Scott Galster, Ph.D., to also direct human performance research
MORGANTOWN, W.Va. – WVU Medicine has appointed Scott Galster, Ph.D., to lead the human performance research and brain health programs at West Virginia University and WVU Medicine. He will do so at the newly formed West Virginia University Rockefeller Neuroscience Institute. Dr. Galster also will serve as a tenured professor in the Department of Physiology, Pharmacology, and Neuroscience at the WVU School of Medicine.
At the Rockefeller Neuroscience Institute, Galster will focus on all aspects of human performance research, including physical, cognitive, behavioral, biomarker, physiological, environmental, and social measures used to assess an individual’s or team’s functional state. He will focus on the continuum of functionality in collaboration with Ali Rezai, M.D., the new director of the Institute, to improve the safety and performance of elite athletes and military personnel as well as the health and wellness of patients with neurological disorders. The focus of these efforts is to improve recovery and readiness and increase or optimize performance across multiple groups. He will be responsible for developing and maintaining several new initiatives in these areas to advance the state of the art in research and improve people’s lives.
“Dr. Galster is a world-class neuroscientist who has been at the forefront of innovative human research measuring, quantifying, and analyzing brain body physiology, connections, and function,” Dr. Rezai said. “These efforts are improving the safety, health, and performance of the military, athletes, and other populations. We are thrilled to have Dr. Galster join the new Rockefeller Neuroscience Institute leadership team at WVU.”
Neuroscience, including behavioral health and addiction, is one of WVU Medicine’s Signature Programs – areas of opportunity that allow WVU Medicine to target major health disparities more aggressively in the state and continue to deliver real medical solutions that will have the most resounding impact on the citizens of West Virginia.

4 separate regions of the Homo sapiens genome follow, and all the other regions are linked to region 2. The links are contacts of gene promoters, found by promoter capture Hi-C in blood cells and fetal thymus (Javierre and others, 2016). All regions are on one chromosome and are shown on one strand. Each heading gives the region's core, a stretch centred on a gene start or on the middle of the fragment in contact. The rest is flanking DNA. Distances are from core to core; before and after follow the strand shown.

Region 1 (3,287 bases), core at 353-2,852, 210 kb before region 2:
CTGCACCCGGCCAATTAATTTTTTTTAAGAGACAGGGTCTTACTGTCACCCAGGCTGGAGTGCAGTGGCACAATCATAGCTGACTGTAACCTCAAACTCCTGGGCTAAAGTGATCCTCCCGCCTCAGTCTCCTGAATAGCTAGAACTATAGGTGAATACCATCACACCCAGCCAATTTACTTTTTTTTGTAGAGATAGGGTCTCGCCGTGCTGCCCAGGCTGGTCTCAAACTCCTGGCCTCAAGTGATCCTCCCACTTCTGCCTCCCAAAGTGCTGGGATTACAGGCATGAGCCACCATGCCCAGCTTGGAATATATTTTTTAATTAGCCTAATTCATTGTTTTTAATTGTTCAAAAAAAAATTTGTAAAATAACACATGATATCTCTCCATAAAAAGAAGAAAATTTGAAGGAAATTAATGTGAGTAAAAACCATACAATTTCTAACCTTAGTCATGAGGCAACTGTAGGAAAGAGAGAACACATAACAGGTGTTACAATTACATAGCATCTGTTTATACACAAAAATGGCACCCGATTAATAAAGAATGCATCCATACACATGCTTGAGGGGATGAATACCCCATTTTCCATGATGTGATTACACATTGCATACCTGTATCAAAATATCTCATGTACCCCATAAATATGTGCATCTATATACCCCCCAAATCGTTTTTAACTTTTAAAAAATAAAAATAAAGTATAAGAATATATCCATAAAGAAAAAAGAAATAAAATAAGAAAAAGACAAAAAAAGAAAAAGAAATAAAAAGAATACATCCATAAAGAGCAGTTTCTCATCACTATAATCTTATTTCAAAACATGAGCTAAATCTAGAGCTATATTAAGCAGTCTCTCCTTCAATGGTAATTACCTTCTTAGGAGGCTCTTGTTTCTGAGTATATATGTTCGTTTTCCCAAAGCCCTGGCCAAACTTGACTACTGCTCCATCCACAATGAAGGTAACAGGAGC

Galster said it was an easy decision to come to Morgantown. “I saw firsthand during a visit and in fact felt the positive energy that WVU Medicine was creating as we discussed their Signature Program in Neuroscience,” he said. “I have never witnessed the true alignment from bench level-scientists all the way up to the top and at each and every step along the way. It really was amazing, and I latched on to the environment they were creating, the pool of talent they were attracting, and the vision they were voicing.”
“We are lucky to attract an international expert like Scott Galster in applied neuroscience to the WVU Neurosciences Institute,” Clay B. Marsh, M.D., vice president and executive dean for WVU Health Sciences, said. “His combination of experience, leadership, creativity, and intelligence will greatly accelerate our ability to impact brain health and performance to improve people’s lives and create a brighter future for West Virginia, our nation, and world.”
Galster comes to WVU from the Air Force Research Laboratory (AFRL) at Wright-Patterson Air Force Base near Dayton, Ohio, where he led research and collaboration programs on human performance and was the Senior International Focal Point for the 711 Human Performance Wing. Prior to that he served as AFRL’s Applied Neuroscience Branch Chief, leading a team of 80-plus civilian, military, and contractor personnel focused on providing neuroscience-based solutions, augmentations, and capabilities to U.S. Airmen. He developed the Sense-Assess-Augment framework that is being used throughout the world to focus research efforts on applied problem spaces. He also is responsible for the co-development of Divergent Collaboration with the Wright Brothers Institute, featured in “Harvard Business Review,” and the “stitching” approach used within the Small Business Office at the Air Force to create large programs out of smaller efforts.
Galster has authored 86 scientific publications and given scores of presentations at scientific venues around the globe. The most recent publication focused on biological recognition elements associated with the diagnosis and prognosis of Alzheimer’s disease published in a recent issue of “Science Advances.”
The WVU Rockefeller Neuroscience Institute incorporates both the building and programmatic elements of the former Blanchette Rockefeller Neuroscience Institute (BRNI) and is expanding to include the clinical, research, and academic missions of Neurosurgery, Neurology, and Behavioral Medicine and Psychiatry, among others. The Institute will spearhead efforts to develop innovative solutions for West Virginians and those across the world with neurological and psychiatric conditions ranging from Alzheimer’s to Parkinson’s; autism to stroke; and paralysis to chronic pain, addictions, and traumatic brain injury.